While the debate continues in West Hollywood about the impact of Airbnb and other vacation rental services on the local housing market, a new service is promoting such services as more profitable to property owners than long-term rentals and is guaranteeing them a specified monthly income.
Pillow, which is based in San Francisco, distributed a press release today that promoted the advantage to property owners of short-term rentals over long-term rentals or leased properties. That practice that is one of the major complaints about short-term rentals, which can take properties off the market for long-term tenants.
“LA homeowners are getting as much as twice the return with short-term rentals than long-term,” the release said. It describes Pillow as “a next-generation hospitality company helping homeowners maximize their short-term rental income by creating great guest experiences, without having to commit the time and effort required to personally host guests.”
According to data from Pillow, the average vacation rental in West Hollywood generates monthly income of $5,307, 56 percent increase over what it states is the average long-term rental income of $3,411 a month.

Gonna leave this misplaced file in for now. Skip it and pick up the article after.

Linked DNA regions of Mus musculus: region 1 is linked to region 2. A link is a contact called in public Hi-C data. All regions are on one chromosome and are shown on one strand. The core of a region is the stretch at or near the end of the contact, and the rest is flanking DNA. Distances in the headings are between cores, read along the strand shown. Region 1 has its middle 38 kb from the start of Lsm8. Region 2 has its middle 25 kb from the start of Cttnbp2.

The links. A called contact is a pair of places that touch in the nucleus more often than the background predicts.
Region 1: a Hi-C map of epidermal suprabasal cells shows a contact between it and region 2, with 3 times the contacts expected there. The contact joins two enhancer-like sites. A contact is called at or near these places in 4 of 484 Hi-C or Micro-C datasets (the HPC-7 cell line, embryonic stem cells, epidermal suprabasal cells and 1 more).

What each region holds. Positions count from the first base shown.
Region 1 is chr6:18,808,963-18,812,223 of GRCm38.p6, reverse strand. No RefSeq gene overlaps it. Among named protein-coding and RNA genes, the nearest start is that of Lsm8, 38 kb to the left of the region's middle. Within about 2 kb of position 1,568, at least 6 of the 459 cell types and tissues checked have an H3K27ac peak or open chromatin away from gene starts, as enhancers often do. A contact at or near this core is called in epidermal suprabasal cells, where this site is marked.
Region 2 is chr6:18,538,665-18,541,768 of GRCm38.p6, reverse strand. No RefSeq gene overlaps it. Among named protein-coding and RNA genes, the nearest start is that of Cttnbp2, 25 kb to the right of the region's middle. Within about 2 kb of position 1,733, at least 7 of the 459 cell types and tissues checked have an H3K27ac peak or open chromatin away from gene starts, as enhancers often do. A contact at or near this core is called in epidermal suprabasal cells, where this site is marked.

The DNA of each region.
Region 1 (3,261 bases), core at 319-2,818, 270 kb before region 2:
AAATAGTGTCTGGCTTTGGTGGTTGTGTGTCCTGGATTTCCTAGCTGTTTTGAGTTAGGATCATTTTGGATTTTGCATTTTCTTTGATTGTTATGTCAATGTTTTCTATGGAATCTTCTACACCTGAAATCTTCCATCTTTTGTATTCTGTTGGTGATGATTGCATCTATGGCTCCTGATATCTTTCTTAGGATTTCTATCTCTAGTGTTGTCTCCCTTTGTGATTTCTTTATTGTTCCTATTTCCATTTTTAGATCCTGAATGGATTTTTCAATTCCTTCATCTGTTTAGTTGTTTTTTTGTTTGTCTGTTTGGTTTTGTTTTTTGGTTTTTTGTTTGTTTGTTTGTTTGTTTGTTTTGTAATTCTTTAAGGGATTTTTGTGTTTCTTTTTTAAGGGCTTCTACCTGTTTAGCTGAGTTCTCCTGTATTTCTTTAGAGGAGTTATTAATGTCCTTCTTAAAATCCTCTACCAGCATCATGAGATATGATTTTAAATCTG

Pillow doesn’t actually rent properties. Instead it helps property owners list their housing on sites such as Airbnb, VRBO and Homeaway and provides various services such as guest screening and housecleaning.
Pillow takes a percentage of the rental price, which in its case is 15 percent. But it also offers another option called a “fixed income guarantee.” Under this model, Pillow says, “homeowners lock in a pre-determined monthly rental income. Using 85 criteria, … Pillow is able to accurately predict both occupancy and daily pricing. This technology means Pillow’s homeowners can rest assured knowing their rental income is secured each month, whether or not they are able to rent our their property. Pillow’s Fixed Income Model guarantees homeowners monthly payments…”
West Hollywood has long banned the rental of residential properties for less than 30 days. A “shared economy” task force created by the city last year recommended that the city rewrite its zoning ordinance to make more clear that short-term rentals were illegal. Several residents at that meeting and at a Planning Commission meeting last month have asked the city to make exceptions that would permit short-term vacation rentals of bedrooms in houses or condos occupied by their owners.
The Planning Commission has asked the City Council to consider that option, which is likely to be on an upcoming agenda.